I can relate completely, that's why I define myself as a "technological rebel" of sorts. I mean, what happened to the old adage, "if it isn't broken, don't fix it"? Even today you could get along pretty nicely using analog technologies, but, I'm afraid that, as species, we're becoming lazy. We like the convenience of having something do the hard work for us, be it shaping a piece of metal on a lathe, or trusting our electronic word processor to take care of obsolete and nagging things like spelling, grammar, and punctuation. That's the reason why I'm actually writting the draft of my second book on my IBM Selectrics.
agree - google will never replace human knowledge as a process and virtue - it's like saying intelligence=information. Just reduces everything to terms a search engine programmer might understand. It deserves a name: the Gadget Fallacy - the innate, unquestioned opinion that any new gadget or digital tool is automatically superior to any previous way of doing things, in a total sense. The physical, human and tactile world is not mutually exclusive from the digital domain and v. versa - they both express relations and ways of doing things. The tech heads confuse the potential of what can be done or expressed with the tools, by thinking the gadget is the proper content. But does the gadget make for better writing, better art, better ideas...?Increasingly, I want less options, and tools that do one (or maybe two) things really well, that facilitate creativity through limit. And if it's properly tactile or requires hands and some coordination or the rest of the body - all the better. reens
But that Casio! I had the same one but in black plastic band. I spent hours and hours with the stopwatch...
We had this competition for the shortest stopped time interval - 0,16, 0,03, i don't remember which was the record. Hours and hours, hours and hours. Luxury edition with fluorescent back-light.
Brin's idea is echoed in the way that technology is approached in the secondary education classroom. It boils down to that old canard that "new is good, old is bad" and you must ascribe to the new or be the reason students don't have "the skills." The skills being whatever consortium of reformers deems to be the best. Humbug.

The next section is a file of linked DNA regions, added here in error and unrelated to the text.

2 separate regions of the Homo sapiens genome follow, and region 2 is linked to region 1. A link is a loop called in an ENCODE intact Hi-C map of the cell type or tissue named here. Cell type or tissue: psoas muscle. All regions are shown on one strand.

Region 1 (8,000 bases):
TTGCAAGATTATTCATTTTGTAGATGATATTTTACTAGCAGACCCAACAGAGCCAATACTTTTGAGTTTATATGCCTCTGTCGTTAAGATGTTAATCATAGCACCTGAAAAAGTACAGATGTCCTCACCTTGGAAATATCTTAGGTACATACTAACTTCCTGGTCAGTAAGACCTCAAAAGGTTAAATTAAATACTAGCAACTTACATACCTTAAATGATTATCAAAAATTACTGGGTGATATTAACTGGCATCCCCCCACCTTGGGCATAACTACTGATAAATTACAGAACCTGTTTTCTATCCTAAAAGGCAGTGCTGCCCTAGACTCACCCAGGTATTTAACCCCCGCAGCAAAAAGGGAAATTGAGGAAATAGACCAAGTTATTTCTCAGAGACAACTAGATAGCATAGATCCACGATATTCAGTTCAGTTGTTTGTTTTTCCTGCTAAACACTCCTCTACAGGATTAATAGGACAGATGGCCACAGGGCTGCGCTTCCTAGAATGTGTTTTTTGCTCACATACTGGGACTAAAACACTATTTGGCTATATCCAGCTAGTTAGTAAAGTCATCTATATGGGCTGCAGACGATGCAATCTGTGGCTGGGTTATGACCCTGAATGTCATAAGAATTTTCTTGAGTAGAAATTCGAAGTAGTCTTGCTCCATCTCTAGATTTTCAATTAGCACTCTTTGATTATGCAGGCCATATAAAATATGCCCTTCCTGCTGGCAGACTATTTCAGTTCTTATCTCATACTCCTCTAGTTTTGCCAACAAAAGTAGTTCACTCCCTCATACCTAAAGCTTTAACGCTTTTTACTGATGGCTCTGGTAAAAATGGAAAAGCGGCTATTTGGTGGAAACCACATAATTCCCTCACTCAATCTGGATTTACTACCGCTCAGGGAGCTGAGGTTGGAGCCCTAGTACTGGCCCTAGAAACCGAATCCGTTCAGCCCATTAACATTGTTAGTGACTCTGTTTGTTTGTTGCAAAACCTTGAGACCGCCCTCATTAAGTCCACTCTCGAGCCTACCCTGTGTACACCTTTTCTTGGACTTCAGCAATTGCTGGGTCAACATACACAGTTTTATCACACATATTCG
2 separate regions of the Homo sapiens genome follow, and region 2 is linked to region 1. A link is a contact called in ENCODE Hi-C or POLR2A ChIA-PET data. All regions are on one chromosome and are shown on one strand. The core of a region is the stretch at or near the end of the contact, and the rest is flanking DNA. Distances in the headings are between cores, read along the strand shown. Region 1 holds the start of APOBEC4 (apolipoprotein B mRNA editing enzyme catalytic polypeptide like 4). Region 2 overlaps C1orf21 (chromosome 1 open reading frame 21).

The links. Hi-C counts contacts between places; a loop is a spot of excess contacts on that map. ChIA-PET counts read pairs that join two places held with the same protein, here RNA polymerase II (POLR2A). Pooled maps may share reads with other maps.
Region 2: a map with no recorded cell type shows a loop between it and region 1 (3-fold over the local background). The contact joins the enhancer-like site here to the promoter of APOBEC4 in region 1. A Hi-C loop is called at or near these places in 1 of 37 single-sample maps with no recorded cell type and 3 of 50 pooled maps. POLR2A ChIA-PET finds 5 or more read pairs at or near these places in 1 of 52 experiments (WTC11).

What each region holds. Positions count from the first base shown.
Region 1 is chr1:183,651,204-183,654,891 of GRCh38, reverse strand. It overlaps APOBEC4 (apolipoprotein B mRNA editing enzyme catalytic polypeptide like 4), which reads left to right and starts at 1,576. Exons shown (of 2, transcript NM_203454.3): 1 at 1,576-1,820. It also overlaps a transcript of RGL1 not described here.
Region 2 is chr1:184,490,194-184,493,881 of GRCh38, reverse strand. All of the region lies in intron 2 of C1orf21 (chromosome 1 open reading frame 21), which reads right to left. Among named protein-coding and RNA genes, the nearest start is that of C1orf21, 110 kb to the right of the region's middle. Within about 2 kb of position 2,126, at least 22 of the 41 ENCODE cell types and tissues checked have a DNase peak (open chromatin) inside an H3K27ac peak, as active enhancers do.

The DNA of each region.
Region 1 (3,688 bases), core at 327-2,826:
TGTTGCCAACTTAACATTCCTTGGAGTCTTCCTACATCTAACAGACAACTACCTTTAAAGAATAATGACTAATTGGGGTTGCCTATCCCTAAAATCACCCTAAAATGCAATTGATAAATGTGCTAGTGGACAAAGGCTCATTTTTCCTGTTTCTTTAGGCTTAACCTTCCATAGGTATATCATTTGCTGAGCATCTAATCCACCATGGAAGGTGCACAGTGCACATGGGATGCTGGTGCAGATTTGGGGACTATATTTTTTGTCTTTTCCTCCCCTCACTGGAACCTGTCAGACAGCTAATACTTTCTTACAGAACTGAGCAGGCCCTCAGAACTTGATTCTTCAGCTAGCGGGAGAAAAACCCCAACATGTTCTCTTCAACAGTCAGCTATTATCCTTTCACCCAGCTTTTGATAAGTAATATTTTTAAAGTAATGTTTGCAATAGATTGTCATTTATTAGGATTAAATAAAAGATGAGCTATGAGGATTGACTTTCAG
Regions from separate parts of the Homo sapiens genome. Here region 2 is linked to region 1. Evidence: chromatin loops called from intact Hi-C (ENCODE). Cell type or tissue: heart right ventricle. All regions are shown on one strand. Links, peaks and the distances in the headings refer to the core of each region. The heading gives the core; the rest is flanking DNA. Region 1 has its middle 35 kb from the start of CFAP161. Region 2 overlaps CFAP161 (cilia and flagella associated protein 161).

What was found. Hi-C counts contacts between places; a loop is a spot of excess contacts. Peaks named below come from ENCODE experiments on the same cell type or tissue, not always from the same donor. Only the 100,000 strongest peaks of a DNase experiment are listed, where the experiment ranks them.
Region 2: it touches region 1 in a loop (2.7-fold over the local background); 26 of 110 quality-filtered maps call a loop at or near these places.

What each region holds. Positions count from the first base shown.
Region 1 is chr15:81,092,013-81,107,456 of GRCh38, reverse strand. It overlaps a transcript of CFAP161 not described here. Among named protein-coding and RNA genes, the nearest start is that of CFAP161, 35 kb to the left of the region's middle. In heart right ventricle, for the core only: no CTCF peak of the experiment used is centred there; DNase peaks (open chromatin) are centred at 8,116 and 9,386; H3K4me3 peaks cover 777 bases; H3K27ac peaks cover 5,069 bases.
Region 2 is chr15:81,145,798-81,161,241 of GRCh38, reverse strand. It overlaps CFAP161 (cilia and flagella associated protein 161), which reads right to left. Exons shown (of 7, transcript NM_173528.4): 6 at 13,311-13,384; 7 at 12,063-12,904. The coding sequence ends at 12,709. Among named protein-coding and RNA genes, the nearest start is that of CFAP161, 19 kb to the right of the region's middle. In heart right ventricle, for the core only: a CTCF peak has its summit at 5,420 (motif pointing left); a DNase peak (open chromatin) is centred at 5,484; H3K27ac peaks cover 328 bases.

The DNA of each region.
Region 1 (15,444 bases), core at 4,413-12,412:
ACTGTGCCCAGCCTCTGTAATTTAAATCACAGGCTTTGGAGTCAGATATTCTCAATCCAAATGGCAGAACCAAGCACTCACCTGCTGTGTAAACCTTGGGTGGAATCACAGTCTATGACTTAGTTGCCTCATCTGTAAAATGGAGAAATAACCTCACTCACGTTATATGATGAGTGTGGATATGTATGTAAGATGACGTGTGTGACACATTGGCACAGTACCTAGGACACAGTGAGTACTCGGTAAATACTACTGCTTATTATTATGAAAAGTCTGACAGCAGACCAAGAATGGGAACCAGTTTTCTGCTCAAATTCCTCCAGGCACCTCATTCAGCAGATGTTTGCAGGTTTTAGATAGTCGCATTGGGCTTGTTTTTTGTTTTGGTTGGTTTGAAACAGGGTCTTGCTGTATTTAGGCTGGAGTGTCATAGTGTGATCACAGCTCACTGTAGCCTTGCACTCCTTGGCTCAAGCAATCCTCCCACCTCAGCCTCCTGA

As I type this response about the push/pull of digital and analog culture, I am well aware of the irony that I am using a totally souped up laptop capable of digital rendering. It doesn't get used for that. I am more than happy to have a solid state drive that won't crash and corrupt the bytes that make up my life.When I press "publish", electrons will speed through an unknown number of servers and back again with an updated view of this comment string.This evening, I helped one of my daughters straighten out the file structure on her (not Apple) MP3 player. The Micro SD card probably has more memory capacity than mission control for Apollo 11.In between fiddling around with music files, we caught up on the PianoGuys and Vihart on Youtube. We watch TED videos on a fairly regular basis.In short, we live in an age of digital miracles. The Internet is the ultimate brain candy.There is, of course, a caveat: The age of digital miracles is worth as much as each individual makes of it. I live with people who like exploring knowledge in all forms. I work with peers in environmental policy who depend on digital research and collaboration to create better buildings.From my perspective, the downside is hyper-speed of change empowered by all that digital collaboration. Fast doesn't necessarily mean better in policy, news or politics. All this networking empowers propagation of fact, fiction, half-truths and downright lies. It happens so fast that people can't tell the difference one way or another. Many have given up caring or trying.About that watch... I still love transitional HMI. Give me Nixie tubes, Panaplex, segment LEDs... all so sparkly and fresh in a near-past kind of way. Most importantly, I can almost figure out how they work. That part is important since I have been tearing stuff apart to see how it works as far back as I can remember. I can't "see" what goes on inside my computer and that is somewhat disconcerting.Here is another fun and fresh irony. The daughter that takes most after me swims rapidly through the sea of data that is the Internet. Click! Click! Click! Non-linear/random, just like her father. But she is also the one that likes building junk robots and wants to do what Dean Kamen does when she grows up. She prefers actual dead tree books and pushed us into taking a class and getting Ham licenses out of some sense of analog romanticism.That was all very random and deserves one last random parting thought. Until the zombie apocalypse, we will live as one with the digital beast. Once those electrons quit moving in an orderly fashion, all that instant knowledge on tap, and our family photos, will be lost. Until all the books go the way of the typewriter, I will cheerfully continue to build our family analog library. Someday, we'll be using peddle powered generators to send tidbits of information out by Morse to the other analog holdouts.Well, that was longer than I intended. Guess I will have to splice it into a blog entry ;-)